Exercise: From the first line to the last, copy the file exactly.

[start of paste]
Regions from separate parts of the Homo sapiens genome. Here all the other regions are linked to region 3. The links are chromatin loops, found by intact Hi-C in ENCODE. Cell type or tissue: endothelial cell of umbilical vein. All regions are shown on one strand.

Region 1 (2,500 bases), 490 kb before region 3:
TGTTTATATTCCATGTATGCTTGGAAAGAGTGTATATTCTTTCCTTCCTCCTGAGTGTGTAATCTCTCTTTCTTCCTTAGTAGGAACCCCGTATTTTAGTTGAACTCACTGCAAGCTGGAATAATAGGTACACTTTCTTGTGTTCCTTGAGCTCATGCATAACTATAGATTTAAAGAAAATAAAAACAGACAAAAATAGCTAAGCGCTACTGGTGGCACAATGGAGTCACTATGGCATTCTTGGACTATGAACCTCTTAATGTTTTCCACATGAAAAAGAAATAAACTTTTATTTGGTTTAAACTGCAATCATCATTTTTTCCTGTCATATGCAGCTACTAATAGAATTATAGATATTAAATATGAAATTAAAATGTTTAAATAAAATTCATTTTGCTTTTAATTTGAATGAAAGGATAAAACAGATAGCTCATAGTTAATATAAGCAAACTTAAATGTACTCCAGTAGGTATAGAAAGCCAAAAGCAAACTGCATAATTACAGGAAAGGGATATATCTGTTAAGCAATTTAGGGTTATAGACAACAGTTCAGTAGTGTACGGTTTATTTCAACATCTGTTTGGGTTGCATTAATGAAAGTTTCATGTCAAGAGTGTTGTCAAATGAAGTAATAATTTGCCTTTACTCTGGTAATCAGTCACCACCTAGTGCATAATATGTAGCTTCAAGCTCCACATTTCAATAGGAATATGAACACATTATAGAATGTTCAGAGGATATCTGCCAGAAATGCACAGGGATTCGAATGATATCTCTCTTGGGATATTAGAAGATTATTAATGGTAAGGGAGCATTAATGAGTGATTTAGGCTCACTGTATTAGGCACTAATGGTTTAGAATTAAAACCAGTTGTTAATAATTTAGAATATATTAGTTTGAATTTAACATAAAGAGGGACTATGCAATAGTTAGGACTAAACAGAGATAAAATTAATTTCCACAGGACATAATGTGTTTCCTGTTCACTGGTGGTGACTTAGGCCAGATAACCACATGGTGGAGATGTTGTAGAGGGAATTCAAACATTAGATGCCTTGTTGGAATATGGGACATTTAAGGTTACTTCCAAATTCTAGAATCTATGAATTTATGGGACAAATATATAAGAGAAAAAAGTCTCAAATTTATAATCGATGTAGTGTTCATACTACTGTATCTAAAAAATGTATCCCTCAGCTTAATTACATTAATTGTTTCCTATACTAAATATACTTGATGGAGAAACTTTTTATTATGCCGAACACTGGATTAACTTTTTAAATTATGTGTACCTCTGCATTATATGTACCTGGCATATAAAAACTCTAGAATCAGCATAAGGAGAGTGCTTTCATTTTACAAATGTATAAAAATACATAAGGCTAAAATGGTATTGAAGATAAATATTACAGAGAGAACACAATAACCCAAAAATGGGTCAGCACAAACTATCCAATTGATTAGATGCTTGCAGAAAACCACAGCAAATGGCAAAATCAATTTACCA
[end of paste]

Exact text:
Regions from separate parts of the Homo sapiens genome. Here all the other regions are linked to region 3. The links are chromatin loops, found by intact Hi-C in ENCODE. Cell type or tissue: endothelial cell of umbilical vein. All regions are shown on one strand.

Region 1 (2,500 bases), 490 kb before region 3:
TGTTTATATTCCATGTATGCTTGGAAAGAGTGTATATTCTTTCCTTCCTCCTGAGTGTGTAATCTCTCTTTCTTCCTTAGTAGGAACCCCGTATTTTAGTTGAACTCACTGCAAGCTGGAATAATAGGTACACTTTCTTGTGTTCCTTGAGCTCATGCATAACTATAGATTTAAAGAAAATAAAAACAGACAAAAATAGCTAAGCGCTACTGGTGGCACAATGGAGTCACTATGGCATTCTTGGACTATGAACCTCTTAATGTTTTCCACATGAAAAAGAAATAAACTTTTATTTGGTTTAAACTGCAATCATCATTTTTTCCTGTCATATGCAGCTACTAATAGAATTATAGATATTAAATATGAAATTAAAATGTTTAAATAAAATTCATTTTGCTTTTAATTTGAATGAAAGGATAAAACAGATAGCTCATAGTTAATATAAGCAAACTTAAATGTACTCCAGTAGGTATAGAAAGCCAAAAGCAAACTGCATAATTACAGGAAAGGGATATATCTGTTAAGCAATTTAGGGTTATAGACAACAGTTCAGTAGTGTACGGTTTATTTCAACATCTGTTTGGGTTGCATTAATGAAAGTTTCATGTCAAGAGTGTTGTCAAATGAAGTAATAATTTGCCTTTACTCTGGTAATCAGTCACCACCTAGTGCATAATATGTAGCTTCAAGCTCCACATTTCAATAGGAATATGAACACATTATAGAATGTTCAGAGGATATCTGCCAGAAATGCACAGGGATTCGAATGATATCTCTCTTGGGATATTAGAAGATTATTAATGGTAAGGGAGCATTAATGAGTGATTTAGGCTCACTGTATTAGGCACTAATGGTTTAGAATTAAAACCAGTTGTTAATAATTTAGAATATATTAGTTTGAATTTAACATAAAGAGGGACTATGCAATAGTTAGGACTAAACAGAGATAAAATTAATTTCCACAGGACATAATGTGTTTCCTGTTCACTGGTGGTGACTTAGGCCAGATAACCACATGGTGGAGATGTTGTAGAGGGAATTCAAACATTAGATGCCTTGTTGGAATATGGGACATTTAAGGTTACTTCCAAATTCTAGAATCTATGAATTTATGGGACAAATATATAAGAGAAAAAAGTCTCAAATTTATAATCGATGTAGTGTTCATACTACTGTATCTAAAAAATGTATCCCTCAGCTTAATTACATTAATTGTTTCCTATACTAAATATACTTGATGGAGAAACTTTTTATTATGCCGAACACTGGATTAACTTTTTAAATTATGTGTACCTCTGCATTATATGTACCTGGCATATAAAAACTCTAGAATCAGCATAAGGAGAGTGCTTTCATTTTACAAATGTATAAAAATACATAAGGCTAAAATGGTATTGAAGATAAATATTACAGAGAGAACACAATAACCCAAAAATGGGTCAGCACAAACTATCCAATTGATTAGATGCTTGCAGAAAACCACAGCAAATGGCAAAATCAATTTACCA